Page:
OGJ Washington Editor
WASHINGTON, DC, Jan. 6 -- The National Transportation Safety Board issued seven safety recommendations, six of them classified as urgent, as a result of its investigation of the Sept. 9, 2010, natural gas pipeline rupture and explosion in San Bruno, Calif., which killed eight people. It also scheduled a hearing for Mar. 1-2 as part of its inquiry.
“This accident has exposed issues that merit further attention and have implications for the pipeline infrastructure throughout the country,” said NTSB Chairwoman Deborah A.P. Hersman. “The hearing will gather additional factual information for the investigation and will also provide the pipeline industry, state, and federal regulators, and our citizens with an opportunity to hear more about this accident and important safety issues as the investigation progresses.”
NTSB noted in a Dec. 14, 2010, investigation update that while records of the gas distribution pipeline’s operator, Pacific Gas & Electric Co., showed the line in the rupture area was seamless, it at least partially was constructed of longitudinal steel pipe. Some of the seams in this pipeline section were welded from both the inside and the outside, while others were welded only from the outside, it added.
“It is critical to know all the characteristics of a pipeline in order to establish a valid [maximum allowable operating pressure (MAOP)] below which the pipeline can be safely operated,” the independent federal agency said in letters to PG&E, the California Public Utility Commission (CPUC), and the US Pipeline and Hazardous Materials Safety Administration. “NTSB is concerned that these inaccurate records may lead to incorrect MAOPs.”
Recommendations for PG&E
NTSB said it issued three safety recommendations, two of which were urgent, to PG&E as a result. It urgently recommended that the utility intensify the search of its records to identify all of its gas lines that have not undergone a testing regiment to validate a safe operating procedure. It urgently recommended that the utility determine the maximum operating pressure (MOP) based on the weakest section of pipeline or component identified in that records search. And if PG&E is unable to validate a safe operating procedure in this manner, it should determine one by a specified testing regimen.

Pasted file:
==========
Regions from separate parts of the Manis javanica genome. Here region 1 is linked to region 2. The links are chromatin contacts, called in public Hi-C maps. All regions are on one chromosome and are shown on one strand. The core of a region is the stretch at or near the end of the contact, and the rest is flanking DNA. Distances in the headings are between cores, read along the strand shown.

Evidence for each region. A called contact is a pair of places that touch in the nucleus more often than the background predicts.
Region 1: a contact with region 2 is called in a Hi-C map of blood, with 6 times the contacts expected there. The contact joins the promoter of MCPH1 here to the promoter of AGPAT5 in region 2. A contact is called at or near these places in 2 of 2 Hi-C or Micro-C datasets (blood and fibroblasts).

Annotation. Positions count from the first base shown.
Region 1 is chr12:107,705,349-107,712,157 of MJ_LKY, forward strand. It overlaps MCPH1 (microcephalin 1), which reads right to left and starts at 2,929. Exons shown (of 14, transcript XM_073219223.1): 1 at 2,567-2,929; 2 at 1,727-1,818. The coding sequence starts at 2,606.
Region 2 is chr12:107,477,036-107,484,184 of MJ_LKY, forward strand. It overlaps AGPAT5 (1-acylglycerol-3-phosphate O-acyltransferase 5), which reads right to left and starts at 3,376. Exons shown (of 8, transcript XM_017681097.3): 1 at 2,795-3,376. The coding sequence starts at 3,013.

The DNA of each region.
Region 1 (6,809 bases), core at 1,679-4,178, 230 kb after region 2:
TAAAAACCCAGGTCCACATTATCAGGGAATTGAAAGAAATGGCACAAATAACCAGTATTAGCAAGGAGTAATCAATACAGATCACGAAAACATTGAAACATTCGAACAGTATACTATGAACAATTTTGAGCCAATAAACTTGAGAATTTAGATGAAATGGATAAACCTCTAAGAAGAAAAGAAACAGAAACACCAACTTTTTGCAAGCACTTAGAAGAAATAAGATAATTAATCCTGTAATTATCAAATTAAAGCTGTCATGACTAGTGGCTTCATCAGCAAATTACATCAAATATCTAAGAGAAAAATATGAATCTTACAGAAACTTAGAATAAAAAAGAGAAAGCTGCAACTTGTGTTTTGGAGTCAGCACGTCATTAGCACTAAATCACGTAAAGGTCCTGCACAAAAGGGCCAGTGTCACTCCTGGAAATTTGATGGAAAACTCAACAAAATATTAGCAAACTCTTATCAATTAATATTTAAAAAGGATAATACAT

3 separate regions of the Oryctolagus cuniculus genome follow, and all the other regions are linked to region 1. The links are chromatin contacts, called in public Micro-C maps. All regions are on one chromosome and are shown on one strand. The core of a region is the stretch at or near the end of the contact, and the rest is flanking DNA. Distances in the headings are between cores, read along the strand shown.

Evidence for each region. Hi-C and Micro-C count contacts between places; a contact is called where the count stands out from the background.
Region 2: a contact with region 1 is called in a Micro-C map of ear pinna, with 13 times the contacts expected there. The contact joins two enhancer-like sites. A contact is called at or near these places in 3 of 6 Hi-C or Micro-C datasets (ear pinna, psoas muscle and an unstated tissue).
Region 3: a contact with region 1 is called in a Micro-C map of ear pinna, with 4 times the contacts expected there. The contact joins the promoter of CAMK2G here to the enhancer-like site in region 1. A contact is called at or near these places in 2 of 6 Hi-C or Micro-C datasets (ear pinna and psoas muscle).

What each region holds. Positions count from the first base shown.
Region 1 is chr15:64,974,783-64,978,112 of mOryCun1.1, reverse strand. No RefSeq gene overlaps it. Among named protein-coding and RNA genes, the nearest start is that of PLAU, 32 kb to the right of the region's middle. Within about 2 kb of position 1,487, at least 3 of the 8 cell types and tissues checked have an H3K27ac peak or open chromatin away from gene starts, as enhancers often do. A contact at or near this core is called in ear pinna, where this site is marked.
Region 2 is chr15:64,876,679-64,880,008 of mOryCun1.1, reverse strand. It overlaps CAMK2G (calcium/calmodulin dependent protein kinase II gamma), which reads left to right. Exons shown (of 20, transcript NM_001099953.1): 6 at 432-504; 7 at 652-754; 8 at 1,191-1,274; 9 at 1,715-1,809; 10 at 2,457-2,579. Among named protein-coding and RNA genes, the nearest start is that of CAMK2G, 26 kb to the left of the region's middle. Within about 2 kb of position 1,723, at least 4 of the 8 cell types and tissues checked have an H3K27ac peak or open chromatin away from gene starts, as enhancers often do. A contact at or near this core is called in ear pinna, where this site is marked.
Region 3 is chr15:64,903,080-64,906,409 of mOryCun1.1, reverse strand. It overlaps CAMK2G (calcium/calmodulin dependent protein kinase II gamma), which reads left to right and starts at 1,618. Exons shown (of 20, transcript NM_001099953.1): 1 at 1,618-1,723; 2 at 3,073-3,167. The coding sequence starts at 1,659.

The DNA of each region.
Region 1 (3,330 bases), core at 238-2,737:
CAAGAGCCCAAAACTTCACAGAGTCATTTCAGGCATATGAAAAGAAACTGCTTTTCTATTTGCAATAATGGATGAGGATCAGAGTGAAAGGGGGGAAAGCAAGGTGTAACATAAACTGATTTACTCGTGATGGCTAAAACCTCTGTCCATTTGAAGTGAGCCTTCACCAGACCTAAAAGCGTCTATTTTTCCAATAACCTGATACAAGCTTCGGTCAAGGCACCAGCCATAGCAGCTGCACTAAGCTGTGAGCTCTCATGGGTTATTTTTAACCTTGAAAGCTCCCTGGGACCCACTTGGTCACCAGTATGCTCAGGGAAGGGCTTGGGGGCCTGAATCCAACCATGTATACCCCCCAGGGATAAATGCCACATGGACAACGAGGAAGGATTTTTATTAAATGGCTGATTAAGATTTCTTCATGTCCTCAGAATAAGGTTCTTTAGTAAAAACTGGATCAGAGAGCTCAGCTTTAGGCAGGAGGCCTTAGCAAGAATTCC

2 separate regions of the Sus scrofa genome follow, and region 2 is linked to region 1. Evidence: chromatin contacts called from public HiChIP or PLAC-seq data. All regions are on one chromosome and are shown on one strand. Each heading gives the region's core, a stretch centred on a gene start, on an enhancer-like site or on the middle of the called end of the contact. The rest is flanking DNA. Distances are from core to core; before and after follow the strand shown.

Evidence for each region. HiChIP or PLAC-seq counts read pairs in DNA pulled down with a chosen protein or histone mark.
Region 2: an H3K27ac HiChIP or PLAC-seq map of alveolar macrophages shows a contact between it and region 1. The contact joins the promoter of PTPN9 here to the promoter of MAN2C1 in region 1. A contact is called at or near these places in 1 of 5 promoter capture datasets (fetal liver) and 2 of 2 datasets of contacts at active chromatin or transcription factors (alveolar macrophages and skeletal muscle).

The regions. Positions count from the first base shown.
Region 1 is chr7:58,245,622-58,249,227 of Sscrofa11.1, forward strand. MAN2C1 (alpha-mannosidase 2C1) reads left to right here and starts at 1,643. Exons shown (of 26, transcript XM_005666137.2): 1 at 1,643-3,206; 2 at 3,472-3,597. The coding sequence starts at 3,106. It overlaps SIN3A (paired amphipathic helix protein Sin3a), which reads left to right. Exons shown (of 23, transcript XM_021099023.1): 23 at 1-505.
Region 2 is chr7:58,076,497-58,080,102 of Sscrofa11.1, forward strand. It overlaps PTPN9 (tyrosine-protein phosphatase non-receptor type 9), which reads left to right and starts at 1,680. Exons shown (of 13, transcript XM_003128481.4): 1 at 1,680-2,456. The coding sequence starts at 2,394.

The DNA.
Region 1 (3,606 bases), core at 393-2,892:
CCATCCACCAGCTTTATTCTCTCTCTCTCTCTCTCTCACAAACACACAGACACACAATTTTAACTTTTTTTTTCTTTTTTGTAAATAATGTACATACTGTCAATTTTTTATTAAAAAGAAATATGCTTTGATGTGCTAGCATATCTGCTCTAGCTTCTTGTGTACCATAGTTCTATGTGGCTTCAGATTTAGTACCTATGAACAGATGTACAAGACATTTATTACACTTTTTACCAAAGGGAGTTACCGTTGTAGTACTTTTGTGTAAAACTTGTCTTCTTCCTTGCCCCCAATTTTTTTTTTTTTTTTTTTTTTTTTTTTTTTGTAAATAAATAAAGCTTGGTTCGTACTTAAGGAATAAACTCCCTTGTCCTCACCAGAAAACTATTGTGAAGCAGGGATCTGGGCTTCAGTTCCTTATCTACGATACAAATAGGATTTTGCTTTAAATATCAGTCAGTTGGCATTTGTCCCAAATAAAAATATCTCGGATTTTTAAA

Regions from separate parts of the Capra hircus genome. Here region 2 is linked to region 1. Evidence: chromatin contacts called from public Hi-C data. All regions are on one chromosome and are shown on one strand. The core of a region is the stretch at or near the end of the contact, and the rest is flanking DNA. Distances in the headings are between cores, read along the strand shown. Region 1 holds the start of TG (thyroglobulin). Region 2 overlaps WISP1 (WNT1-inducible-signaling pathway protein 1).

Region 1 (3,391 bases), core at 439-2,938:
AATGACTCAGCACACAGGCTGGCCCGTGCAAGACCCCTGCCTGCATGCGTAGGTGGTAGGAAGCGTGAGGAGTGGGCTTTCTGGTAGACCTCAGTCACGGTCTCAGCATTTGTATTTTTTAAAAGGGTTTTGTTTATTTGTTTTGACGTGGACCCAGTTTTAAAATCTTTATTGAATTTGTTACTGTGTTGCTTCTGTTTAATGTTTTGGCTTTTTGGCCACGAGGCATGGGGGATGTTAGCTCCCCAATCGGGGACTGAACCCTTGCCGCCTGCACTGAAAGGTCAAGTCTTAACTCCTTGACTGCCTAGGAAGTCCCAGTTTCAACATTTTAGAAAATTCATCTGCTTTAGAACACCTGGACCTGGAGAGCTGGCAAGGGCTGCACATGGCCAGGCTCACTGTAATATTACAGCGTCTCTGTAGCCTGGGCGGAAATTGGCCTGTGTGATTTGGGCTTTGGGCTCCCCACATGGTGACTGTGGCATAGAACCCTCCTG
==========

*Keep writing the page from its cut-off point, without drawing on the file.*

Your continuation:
Kirk Johnson, PG&E’s vice-president of gas engineering and operations, said the company was giving NTSB’s recommendations “close and serious attention.” He said PG&E has been intensively reviewing all of its pipeline records, scrutinizing and verifying thousands of documents to confirm the data’s accuracy. “We are managing this process across PG&E’s entire system as part of our ongoing commitment to place the highest priority on safety,” he indicated.
PG&E has been working closely with NTSB on its investigation as well as thoroughly reviewing its own records to confirm their accuracy, according to Johnson. “PG&E will continue to work closely with the NTSB, CPUC, and PHMSA to ensure we fully understand and are responsive to their recommendations,” he said.
The independent federal agency also expressed concern other gas pipeline operators may have similar discrepancies in their records that could compromise safety. It urgently recommended PHMSA expeditiously inform the pipeline industry of the San Bruno accident’s circumstances and investigative findings so pipeline operators can quickly implement corrective measures.
PHMSA advisory bulletin
PHMSA issued an advisory bulletin on Jan. 4, reminding operators of gas and liquid pipelines of their responsibilities under federal integrity management regulations to perform detailed threat and risk analyses that integrated accurate data and information from their entire pipeline system, especially when calculating MAOP and MOP, and to use these analysis methods to identify appropriate assessment methods and identify prevention and mitigation steps.
NTSB also directed three urgent recommendations to the CPUC, which regulates intrastate pipelines in California. It asked the CPUC to ensure that PG&E “aggressively and diligently” search documents and records to determine which pipeline segments have not gone through the testing regimen it recommended to the utility, and to provide oversight of any testing by PG&E if a documents and records search can’t be satisfactorily completed. CPUC also was asked to immediately notify other California intrastate gas pipeline operators of the San Bruno accident’s circumstances so they might implement corrective measures on their own systems.
Paul Clanon, CPUC’s executive director, immediately sent letters to Southern California Gas Co., San Diego Gas & Electric Co., and Southwest Gas Corp. as well as PG&E directing the companies to report steps they are taking in response to NTSB’s recommendations to him by Feb. 1.
In a Jan. 5 statement, the American Gas Association, which has primarily gas utilities as members, said it is encouraged by NTSB’s recent focused recommendations on operators’ need to have accurate records to ensure pipelines are operating at a proper pressure. “As this process continues, we look forward to learning more about the possible causes of this tragic incident, as well as additional recommendations for improving the gas utility industry’s already strong record of safety,” it said.
Contact Nick Snow at firstname.lastname@example.org.